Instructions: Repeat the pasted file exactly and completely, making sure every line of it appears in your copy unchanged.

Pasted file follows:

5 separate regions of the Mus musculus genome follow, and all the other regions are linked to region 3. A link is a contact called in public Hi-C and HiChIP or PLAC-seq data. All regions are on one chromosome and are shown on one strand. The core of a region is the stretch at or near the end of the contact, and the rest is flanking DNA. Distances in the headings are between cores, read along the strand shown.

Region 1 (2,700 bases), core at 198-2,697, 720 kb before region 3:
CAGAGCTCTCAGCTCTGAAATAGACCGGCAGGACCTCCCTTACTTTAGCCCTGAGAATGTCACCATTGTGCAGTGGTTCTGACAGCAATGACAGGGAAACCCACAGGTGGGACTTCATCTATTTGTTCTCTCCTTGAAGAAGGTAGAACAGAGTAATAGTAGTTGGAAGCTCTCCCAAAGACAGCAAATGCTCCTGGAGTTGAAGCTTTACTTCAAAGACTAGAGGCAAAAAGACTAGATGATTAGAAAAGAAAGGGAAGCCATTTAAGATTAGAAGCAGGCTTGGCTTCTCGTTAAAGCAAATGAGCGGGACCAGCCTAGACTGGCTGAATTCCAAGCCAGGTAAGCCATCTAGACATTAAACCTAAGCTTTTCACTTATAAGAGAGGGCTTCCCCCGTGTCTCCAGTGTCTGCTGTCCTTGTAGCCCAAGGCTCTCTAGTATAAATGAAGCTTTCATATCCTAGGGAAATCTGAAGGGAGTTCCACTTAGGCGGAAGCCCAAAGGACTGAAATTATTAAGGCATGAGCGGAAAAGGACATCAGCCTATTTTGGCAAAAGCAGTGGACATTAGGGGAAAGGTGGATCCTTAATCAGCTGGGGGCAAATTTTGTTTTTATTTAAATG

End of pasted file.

5 separate regions of the Mus musculus genome follow, and all the other regions are linked to region 3. A link is a contact called in public Hi-C and HiChIP or PLAC-seq data. All regions are on one chromosome and are shown on one strand. The core of a region is the stretch at or near the end of the contact, and the rest is flanking DNA. Distances in the headings are between cores, read along the strand shown.

Region 1 (2,700 bases), core at 198-2,697, 720 kb before region 3:
CAGAGCTCTCAGCTCTGAAATAGACCGGCAGGACCTCCCTTACTTTAGCCCTGAGAATGTCACCATTGTGCAGTGGTTCTGACAGCAATGACAGGGAAACCCACAGGTGGGACTTCATCTATTTGTTCTCTCCTTGAAGAAGGTAGAACAGAGTAATAGTAGTTGGAAGCTCTCCCAAAGACAGCAAATGCTCCTGGAGTTGAAGCTTTACTTCAAAGACTAGAGGCAAAAAGACTAGATGATTAGAAAAGAAAGGGAAGCCATTTAAGATTAGAAGCAGGCTTGGCTTCTCGTTAAAGCAAATGAGCGGGACCAGCCTAGACTGGCTGAATTCCAAGCCAGGTAAGCCATCTAGACATTAAACCTAAGCTTTTCACTTATAAGAGAGGGCTTCCCCCGTGTCTCCAGTGTCTGCTGTCCTTGTAGCCCAAGGCTCTCTAGTATAAATGAAGCTTTCATATCCTAGGGAAATCTGAAGGGAGTTCCACTTAGGCGGAAGCCCAAAGGACTGAAATTATTAAGGCATGAGCGGAAAAGGACATCAGCCTATTTTGGCAAAAGCAGTGGACATTAGGGGAAAGGTGGATCCTTAATCAGCTGGGGGCAAATTTTGTTTTTATTTAAATG